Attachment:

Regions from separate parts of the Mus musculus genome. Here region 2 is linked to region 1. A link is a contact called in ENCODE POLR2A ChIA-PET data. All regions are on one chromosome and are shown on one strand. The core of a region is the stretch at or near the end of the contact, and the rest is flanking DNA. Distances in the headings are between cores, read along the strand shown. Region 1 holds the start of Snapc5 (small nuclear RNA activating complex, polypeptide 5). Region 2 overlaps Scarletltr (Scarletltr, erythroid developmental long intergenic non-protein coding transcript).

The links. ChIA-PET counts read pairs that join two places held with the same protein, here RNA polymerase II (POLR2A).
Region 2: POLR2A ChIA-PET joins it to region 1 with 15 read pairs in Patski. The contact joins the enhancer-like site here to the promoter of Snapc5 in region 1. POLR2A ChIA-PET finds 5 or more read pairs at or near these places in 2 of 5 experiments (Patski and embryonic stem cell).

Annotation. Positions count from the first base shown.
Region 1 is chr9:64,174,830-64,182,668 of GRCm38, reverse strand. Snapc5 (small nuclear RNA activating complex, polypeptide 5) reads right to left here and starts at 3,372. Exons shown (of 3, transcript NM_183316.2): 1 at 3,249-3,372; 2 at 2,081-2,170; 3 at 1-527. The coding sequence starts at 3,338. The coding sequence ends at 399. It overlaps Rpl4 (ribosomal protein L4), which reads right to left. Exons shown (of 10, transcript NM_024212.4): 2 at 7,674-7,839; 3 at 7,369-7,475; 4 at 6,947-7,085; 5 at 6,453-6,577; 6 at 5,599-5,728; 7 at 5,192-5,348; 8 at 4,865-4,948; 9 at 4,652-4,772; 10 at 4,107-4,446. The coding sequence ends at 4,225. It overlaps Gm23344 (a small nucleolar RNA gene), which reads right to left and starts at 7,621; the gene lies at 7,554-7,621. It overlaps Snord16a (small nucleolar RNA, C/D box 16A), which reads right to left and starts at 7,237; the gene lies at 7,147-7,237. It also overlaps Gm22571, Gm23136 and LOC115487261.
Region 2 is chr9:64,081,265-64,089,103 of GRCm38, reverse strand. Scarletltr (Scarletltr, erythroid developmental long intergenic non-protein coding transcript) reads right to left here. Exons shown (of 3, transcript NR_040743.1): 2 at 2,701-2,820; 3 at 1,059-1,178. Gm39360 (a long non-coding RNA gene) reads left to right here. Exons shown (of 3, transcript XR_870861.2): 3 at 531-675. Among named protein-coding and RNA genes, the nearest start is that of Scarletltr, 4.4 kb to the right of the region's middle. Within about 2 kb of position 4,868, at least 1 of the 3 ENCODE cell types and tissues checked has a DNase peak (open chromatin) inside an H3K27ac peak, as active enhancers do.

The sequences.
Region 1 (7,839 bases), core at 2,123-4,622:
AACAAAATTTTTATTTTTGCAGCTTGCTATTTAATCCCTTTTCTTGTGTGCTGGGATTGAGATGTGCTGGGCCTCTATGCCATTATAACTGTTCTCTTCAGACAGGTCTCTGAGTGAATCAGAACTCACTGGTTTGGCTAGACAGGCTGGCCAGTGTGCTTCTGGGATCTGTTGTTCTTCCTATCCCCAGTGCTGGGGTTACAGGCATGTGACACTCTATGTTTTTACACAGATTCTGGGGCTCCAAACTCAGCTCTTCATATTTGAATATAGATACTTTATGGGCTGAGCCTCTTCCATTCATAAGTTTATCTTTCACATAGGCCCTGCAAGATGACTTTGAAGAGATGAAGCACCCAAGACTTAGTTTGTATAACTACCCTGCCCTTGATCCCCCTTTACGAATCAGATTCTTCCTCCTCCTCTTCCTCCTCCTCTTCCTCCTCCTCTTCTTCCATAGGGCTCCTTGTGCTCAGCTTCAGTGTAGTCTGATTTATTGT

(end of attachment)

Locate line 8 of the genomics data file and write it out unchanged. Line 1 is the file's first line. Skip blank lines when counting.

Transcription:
Region 1 (7,839 bases), core at 2,123-4,622: